*−*

**E**

*d*

+*λ***W***T _{m}·*

**W**

*(*

_{m}**x**

_{k}−**x**

*) (16)*

_{p}In the above, **J***k* is the Jacobian matrix at the *k*-th iteration. The *mn*-th element in the Jacobian is
computed using the derivative of the simulated data **E***sca _{m}* with respect to the model parameters

*xn*

*J _{mn}*=

*∂*

**E**

*sca*
*m*

*∂xn*

= **E**
*sca*

*m* ((1 +*δ*)*xn*)*−***E***scam* (*xn*)

*δxn*

(17)

Here, *xn* is the *n*-th component of the model parameter vector **x**. **E***scam* is the *m*-th component of the
simulated data vector **s**. *δ* is a small value chosen as 0.01.

In Equation (14), *δ***x***k* denotes the step vector at the *k*-th step. From the solution for *δ***x***k*, we
can solve the model parameter**x***k*+1. This process continues until the solution converges. The iteration

process will be terminated as one of the three conditions occurs ﬁrst: i) The number of iterations exceeds
a prescribed maximum; ii) The diﬀerence between the cost function at two successive iterates is within
the tolerance 10*−*4; iii) The diﬀerence between the model parameters at two successive iterates is within
the tolerance 10*−*4.

**4. NUMERICAL RESULTS**

Two anisotropic cubes as shown in Fig. 1 are excited by an electric diploe. The centers of the
two cubes are located at (0.5, 0.25, 0.5) m and (0.5, 0.95, 0.5) m. The side length of each cube is
(1.0, 0.5, 1.0) m. Each cube is discretized into 852 tetrahedrons and 1,315 edge bases. The dipole is
located at (0.5, 1.5, 0.5) m. The receivers are also electric dipoles, and they are in the *x*-*z* plane at

*y*= 3*.*0 m, along the*x*and *z*axes from*−*3*.*0 m to 3.0 m at every 0.3 m. The total number of receivers is

441. The frequency is 0.1 GHz. The relative permittivities are uniaxial tensors with*r*=

_{}

*r* 0 0

0 * _{r}* 0
0 0

_{rz}

.

(a) (b) (c)

(d) (e) (f)

**Figure 2.** Scattered electric ﬁeld of *y*-*x* polarization for diﬀerent anisotropy ratios. (a)* _{r}*1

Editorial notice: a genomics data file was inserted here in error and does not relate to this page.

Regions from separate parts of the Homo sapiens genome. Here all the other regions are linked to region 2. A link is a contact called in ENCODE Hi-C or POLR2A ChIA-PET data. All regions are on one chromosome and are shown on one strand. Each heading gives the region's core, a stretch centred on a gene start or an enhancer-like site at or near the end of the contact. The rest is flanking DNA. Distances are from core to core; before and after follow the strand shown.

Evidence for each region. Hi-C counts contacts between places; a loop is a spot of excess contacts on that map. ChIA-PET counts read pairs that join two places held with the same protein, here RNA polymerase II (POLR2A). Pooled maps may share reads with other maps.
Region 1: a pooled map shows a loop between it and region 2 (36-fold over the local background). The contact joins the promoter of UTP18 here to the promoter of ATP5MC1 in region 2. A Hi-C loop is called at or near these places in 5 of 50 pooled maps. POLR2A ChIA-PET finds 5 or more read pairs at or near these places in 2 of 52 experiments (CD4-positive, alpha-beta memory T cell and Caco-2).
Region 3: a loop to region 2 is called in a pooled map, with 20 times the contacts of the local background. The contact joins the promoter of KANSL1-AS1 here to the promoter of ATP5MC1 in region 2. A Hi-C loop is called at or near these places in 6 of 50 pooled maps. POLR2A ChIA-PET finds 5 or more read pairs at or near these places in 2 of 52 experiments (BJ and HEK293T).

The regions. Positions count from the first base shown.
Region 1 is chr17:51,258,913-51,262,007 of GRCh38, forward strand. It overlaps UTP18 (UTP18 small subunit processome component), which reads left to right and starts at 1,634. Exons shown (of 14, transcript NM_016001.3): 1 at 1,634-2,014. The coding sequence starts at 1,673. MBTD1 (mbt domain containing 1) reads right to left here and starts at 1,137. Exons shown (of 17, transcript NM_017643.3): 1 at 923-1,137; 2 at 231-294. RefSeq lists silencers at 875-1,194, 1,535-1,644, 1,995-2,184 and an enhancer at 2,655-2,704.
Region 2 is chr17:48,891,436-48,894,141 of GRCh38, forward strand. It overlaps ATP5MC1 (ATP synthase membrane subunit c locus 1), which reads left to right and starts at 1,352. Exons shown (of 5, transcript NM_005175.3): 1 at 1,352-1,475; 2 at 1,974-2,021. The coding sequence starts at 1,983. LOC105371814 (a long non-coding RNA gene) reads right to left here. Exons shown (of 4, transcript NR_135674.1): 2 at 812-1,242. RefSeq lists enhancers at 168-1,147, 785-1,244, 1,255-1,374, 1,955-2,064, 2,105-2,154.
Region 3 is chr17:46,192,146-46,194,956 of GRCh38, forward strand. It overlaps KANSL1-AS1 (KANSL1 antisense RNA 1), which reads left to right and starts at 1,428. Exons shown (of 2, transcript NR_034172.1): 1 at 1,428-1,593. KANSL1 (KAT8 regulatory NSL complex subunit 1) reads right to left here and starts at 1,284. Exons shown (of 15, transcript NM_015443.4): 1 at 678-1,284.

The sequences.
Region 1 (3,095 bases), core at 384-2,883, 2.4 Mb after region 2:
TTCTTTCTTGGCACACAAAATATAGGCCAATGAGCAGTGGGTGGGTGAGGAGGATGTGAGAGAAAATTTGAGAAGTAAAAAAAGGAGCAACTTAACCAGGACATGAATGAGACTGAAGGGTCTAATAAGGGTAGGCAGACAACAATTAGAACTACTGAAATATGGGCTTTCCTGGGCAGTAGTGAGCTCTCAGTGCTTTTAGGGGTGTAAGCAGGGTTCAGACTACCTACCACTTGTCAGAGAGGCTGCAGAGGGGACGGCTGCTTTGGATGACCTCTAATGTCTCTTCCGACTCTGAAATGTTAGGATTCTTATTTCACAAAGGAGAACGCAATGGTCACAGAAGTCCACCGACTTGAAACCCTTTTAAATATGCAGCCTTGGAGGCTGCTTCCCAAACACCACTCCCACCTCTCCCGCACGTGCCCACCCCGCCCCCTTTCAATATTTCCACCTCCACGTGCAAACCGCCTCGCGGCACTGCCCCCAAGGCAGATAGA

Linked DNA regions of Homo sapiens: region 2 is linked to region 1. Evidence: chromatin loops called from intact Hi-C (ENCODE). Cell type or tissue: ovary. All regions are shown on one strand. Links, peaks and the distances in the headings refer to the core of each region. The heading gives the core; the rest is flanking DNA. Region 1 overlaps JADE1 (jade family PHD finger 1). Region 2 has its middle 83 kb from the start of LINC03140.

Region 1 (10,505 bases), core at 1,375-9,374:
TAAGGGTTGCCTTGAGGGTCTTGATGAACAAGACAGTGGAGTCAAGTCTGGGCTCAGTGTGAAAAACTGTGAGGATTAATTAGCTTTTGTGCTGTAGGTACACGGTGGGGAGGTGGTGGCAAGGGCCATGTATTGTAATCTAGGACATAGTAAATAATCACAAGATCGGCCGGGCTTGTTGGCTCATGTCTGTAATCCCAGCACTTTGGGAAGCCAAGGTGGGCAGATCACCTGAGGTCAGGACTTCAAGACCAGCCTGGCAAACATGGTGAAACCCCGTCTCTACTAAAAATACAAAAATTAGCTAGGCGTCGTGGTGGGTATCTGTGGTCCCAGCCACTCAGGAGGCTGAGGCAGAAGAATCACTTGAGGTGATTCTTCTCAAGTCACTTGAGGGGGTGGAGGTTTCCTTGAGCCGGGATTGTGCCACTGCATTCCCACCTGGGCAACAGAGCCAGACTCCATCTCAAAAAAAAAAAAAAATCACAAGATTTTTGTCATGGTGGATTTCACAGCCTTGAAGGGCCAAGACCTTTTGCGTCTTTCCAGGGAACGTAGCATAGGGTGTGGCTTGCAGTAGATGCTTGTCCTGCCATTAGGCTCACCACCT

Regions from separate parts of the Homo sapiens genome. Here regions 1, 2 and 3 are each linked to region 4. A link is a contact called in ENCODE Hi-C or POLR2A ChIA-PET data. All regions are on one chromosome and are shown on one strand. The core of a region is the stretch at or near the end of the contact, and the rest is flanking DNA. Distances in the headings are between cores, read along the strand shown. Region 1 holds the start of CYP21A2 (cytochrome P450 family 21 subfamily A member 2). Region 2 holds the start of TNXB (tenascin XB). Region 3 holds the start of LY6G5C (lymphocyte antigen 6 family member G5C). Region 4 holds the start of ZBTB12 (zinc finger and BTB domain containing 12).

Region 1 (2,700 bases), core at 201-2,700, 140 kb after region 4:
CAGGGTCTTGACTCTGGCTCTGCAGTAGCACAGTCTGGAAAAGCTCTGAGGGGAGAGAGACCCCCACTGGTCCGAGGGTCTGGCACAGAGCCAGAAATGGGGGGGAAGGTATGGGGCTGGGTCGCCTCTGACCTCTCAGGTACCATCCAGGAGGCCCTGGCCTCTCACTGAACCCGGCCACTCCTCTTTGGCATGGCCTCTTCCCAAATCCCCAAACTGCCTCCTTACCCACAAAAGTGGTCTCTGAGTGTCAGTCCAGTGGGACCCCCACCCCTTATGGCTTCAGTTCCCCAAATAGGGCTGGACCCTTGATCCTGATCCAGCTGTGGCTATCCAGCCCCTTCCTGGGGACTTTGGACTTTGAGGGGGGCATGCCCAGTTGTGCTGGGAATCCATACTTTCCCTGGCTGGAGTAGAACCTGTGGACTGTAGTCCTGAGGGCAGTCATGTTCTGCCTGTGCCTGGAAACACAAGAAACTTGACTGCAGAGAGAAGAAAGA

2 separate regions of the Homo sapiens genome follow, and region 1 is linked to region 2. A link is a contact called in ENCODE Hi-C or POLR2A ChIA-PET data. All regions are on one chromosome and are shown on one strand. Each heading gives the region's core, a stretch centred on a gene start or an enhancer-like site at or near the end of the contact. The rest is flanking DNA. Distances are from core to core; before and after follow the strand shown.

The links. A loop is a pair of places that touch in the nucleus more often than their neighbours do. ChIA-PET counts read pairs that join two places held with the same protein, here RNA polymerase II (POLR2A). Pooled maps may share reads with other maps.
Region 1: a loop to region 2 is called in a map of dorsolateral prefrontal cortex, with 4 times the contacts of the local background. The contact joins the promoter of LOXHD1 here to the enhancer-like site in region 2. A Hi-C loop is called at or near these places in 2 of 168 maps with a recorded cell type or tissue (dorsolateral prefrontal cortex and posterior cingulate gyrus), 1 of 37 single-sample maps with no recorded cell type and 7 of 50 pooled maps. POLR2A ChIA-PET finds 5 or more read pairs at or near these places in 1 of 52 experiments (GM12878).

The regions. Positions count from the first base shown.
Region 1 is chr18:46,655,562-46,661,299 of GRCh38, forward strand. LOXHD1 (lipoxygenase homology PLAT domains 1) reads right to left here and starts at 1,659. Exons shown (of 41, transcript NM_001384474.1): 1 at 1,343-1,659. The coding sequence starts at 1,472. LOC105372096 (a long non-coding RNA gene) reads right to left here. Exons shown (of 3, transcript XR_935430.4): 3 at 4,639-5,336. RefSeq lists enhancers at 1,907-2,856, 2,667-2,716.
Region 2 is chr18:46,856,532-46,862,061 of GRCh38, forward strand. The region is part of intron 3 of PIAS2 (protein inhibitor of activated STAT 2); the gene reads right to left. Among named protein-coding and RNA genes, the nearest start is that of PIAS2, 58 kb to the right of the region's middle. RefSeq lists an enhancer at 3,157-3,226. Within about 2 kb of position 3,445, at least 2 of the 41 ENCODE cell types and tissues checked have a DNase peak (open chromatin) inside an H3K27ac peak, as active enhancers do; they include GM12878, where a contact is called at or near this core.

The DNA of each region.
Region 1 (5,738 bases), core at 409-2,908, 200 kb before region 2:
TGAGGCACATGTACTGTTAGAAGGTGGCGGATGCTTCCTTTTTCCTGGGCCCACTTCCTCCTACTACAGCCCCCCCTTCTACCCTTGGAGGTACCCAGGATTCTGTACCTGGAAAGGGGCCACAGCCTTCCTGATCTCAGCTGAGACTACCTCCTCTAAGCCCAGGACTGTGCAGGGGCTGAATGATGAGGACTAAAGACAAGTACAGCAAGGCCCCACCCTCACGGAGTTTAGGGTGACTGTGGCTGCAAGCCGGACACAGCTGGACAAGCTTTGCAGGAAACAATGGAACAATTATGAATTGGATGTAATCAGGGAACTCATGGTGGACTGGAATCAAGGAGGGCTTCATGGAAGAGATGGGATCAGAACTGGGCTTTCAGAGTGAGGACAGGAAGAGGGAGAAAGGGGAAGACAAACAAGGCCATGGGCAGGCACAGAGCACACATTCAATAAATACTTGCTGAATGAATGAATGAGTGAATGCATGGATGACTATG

*z*= 2, (b)

**4.1. Example 1: Sensitivity Analysis**

For cube 2, * _{r}*2 = 4

*.*0

*, r*2

*z*= 2

*.*0. For cube 1,

*r*1 = 2

*.*0. For the examination of the sensitivity of

measurements to the anisotropy, * _{r}*1

*z*are chosen as 2, 4, 8, 12, 16, 20, respectively. Then the scattered ﬁelds in the receiver plane are plotted for each case. Fig. 2 shows that the scattered ﬁelds for the transmitter are

*y*-polarized, and receivers are

*x*-polarized. Fig. 3 shows that the scattered ﬁelds for the transmitter are

*z*-polarized, and receivers are still

*x*-polarized. We can see that the

*z*-

*x*polarized measurements are more sensitive to the change of the ratio

*r*1

*z/r*1.

(a) (b) (c)

(d) (e) (f)

**Figure 3.** Scattered electric ﬁeld of *z*-*x* polarization for diﬀerent anisotropy ratios. (a) *r*1*z* = 2, (b)

*r*1*z* = 4, (c) *r*1*z*= 8, (d) *r*1*z* = 12, (e) *r*1*z* = 16, (f)*r*1*z* = 20.

**4.2. Example 2: Reconstruction of Isotropic Permittivities**

In this example, we consider that both cubes are isotropic dielectrics. The relative permittivity of the
left cube is *r*1 = 2, and the relative permittivity of right cube is*r*2 = 4. First, the receivers are placed

on the same side of the transmitter at *y*= 3*.*0 m. The transmitter is polarized in *−y* and *z* directions,
and the receivers are polarized in *x*,*y* and *z* directions, respectively. Next, we will show the numerical
results for both the noiseless and noisy data. For the noisy data, 25 dB (5.6 percents) signal-to-noise
ratio (SNR) is applied to the data. The initial guess for the contrast of the relative permittivity is 1.0.
Figure 4 shows the reconstructed permittivities of the two cubes using the magnitude of the
scattered electric ﬁeld for diﬀerent transmitter-receiver polarizations for both the noiseless and noisy
cases. Next, we place the receivers at *y*=*−*3*.*0 m, on the diﬀerent side of the transmitter. Fig. 5 shows
the inverted results. From Figs. 4 and 5, we can see that all the results converge to actual values within
5 steps for the isotropic permittivities for both the noiseless and noisy data.

Next, we plot the cost function (CF) and data mismatch (DM) for diﬀerent cases. Here the data mismatch (DM) is deﬁned as the ratio of the norm of the diﬀerence of reconstructed data and measurements with the norm of the measurements.

*DM* = **E**

*sca*_{(}_{x}_{)}_{−}_{E}*d*

0 1 2 3 2

2 .5 3 3 .5 4 4 .5

r

0 1 2 3

1 .5 2 2 .5 3 3 .5 4

r

0 1 2 3

1 .5 2 2 .5 3 3 .5 4

r

0 1 2 3 4 5

2 2 .5 3 3 .5 4 4 .5 5

r

0 1 2 3 4

1 1 .5 2 2 .5 3 3 .5 4 4 .5 5

r

0 1 2 3 4

1 .5 2 2 .5 3 3 .5 4 4 .5

r

0 1 2 3

1 .5 2 2 .5 3 3 .5 4

r

0 1 2 3

2 2 .5 3 3 .5 4 4 .5

r

0 1 2 3

1 .5 2 2 .5 3 3 .5 4

r

0 1 2 3 4 5

2 2 .5 3 3 .5 4 4 .5 5